in 1860, the United States of America lay on the brink of Civil War as North and South were drawn apart on issues of slave 17 and state rights. To all but the most hot-headed secessionist, war between the predominantly agrarian South and the largely industrialized North would lead to the overwhelming of the rebelling Southern states by sheer weight of manpower and material. The only chance for the Confederacy was a rapid military victory, ending the conflict before Northern industrial might could be brought to bear. On 20 December 1860, South Carolina elected to secede from the Union, and within weeks six other states followed her lead. On 4 February 1861, representatives of these states met in Montgomery, Alabama, and agreed to form a Confederacy. Four days later a provisional constitution was ratified, and this group of secessionist states officially became the Confederate States of America. Conflict with the North seemed inevitable, but. for the next eight weeks America's fate hung in the balance. Next, the Confederate Congress elected a new President, Jefferson F. Davis of Mississippi, who was inaugurated on 18 February. Two days later, President Davis created the Confederacy's own Navy Department, naming Florida senator Stephen R. Mallory as its first chief.
Mallory faced a daunting challenge. The Confederate coastline would eventually stretch from the Potomac River to the Rio Grande, and while many Southern ports were protected by relatively modern brick-
built fortifications, Mallory had no navy to help defend this long coastline. The situation improved during March and early April, as hundreds of Southern naval officers resigned their commissions and returned home. Ships were commandeered and converted to form the nucleus of State navies, and Mallory worked on plans to create a dedicated naval force capable of protecting the Confederate coastline, although throughout the war he was plagued by shortages of men and resources. On 12 April 1861, Confederate guns opened fire on Fort Sumter, the bastion that protected the entrance to Charleston, South Carolina. President Lincoln called for volunteers to defend the Union, and proclaimed the institution of a blockade of the Confederate coastline. The war had begun.
To Secretary of the Navy Gideon Welles, Union naval strategy was deceptively simple. General Winfield Scott developed the "Anaconda Plan", whereby a tight naval blockade would cut off the Confederacy from the outside world. A major thrust down the Mississippi River would cut the country in two, allowing Union forces to squeeze the remaining parts of the Confederacy by land and naval attacks. Deprived of supplies and faced with the industrial might of the North, defeat would be inevitable. When the war began the US Navy was desperately short of ships capable of blockading Southern ports. Although the fleet consisted of over 90 ships, in April 1861, most were either being refitted and repaired in port, or were on deployment overseas. While the Navy launched a major shipbuilding program, Welles ordered the purchase and conversion of dozens of merchant vessels to help maintain the blockade until purpose-built warships became available. During the remainder of 1861, token Union naval squadrons appeared at the moulh of major Southern ports, such as Charleston, New Orleans, Mobile, Pensacola, Savannah, and Wilmington.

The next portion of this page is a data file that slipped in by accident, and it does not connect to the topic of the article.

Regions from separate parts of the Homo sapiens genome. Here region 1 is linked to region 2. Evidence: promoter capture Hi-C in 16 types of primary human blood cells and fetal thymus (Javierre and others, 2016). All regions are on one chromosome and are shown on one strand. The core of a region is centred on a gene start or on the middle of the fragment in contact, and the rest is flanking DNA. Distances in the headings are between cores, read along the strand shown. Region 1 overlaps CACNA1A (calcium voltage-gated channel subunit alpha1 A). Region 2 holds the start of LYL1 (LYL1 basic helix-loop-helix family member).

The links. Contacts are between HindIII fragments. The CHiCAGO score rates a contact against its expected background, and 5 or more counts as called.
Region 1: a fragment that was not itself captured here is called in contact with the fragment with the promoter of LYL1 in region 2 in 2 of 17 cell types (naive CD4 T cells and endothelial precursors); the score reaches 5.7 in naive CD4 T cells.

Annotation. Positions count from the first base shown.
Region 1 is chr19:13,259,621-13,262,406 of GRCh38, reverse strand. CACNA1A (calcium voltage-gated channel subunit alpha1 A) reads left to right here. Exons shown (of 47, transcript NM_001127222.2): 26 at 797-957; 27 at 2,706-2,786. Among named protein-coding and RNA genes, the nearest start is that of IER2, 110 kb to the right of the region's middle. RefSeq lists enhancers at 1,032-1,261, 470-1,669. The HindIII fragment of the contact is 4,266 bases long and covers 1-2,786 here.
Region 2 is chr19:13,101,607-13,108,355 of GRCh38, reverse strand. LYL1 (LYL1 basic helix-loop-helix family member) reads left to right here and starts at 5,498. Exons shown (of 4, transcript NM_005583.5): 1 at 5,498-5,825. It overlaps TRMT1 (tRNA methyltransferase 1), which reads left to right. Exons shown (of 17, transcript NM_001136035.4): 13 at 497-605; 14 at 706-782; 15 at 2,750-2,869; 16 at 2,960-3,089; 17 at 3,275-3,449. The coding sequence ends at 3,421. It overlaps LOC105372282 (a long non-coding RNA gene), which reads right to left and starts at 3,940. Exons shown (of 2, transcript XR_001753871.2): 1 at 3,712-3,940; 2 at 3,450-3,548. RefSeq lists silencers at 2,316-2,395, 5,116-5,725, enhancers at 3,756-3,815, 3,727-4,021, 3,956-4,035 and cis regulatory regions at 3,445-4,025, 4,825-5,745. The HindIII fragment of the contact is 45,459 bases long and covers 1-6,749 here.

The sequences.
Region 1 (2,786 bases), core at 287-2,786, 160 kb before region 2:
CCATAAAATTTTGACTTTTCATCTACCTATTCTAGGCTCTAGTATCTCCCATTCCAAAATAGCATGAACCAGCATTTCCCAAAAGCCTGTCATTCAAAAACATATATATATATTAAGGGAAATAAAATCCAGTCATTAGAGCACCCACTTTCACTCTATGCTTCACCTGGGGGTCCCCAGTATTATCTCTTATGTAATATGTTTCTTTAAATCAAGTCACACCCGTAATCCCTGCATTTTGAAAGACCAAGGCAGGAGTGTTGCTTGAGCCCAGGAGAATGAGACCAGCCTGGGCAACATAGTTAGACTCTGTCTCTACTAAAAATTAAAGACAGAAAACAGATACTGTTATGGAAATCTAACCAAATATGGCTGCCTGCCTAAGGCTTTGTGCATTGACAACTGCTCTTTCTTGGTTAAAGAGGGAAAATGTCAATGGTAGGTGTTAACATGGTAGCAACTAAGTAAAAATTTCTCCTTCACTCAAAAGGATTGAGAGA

Minor naval clashes on the Potomac River ended when a blockading squadron appeared in Hampton Roads, effectively sealing oft tidewater Virginia, including links between Richmond and Norfolk. The squadron was based off Fort Monroe, whose formidable defenses remained in
The lighthouse on Old Point Comfort, with Fort Monroe behind it, viewed from the south. The jetty in the foreground was a hive of activity on 8 March, when the ironclad Virginia made her sortie into Hampton Roads, and the small vessels there fled behind the Point. (Casemate)
Union hands, and which served as a secure base in Virginia, across the bay from Norfolk. Combined naval and amphibious attacks secured the use of Ilatteras Inlet in North Carolina's outer banks, and led to the capture of Port Royal, South Carolina. Both provided vital anchorages, as the only other secure Union anchorage south of Hampton Roads was Key West, off the southern tip of Florida. The Confederate capture of Norfolk ensured a sort of naval stalemate in Virginia's tidewater for another year. Although Union naval forces off Hampton Roads grew stronger during the winter and spring of 1862, and the strength of the Union garrison at Fort Monroe increased, neither side felt itself powerful enough to take offensive action. All that was to change with the conversion of the Merrimac into a powerful ironclad.
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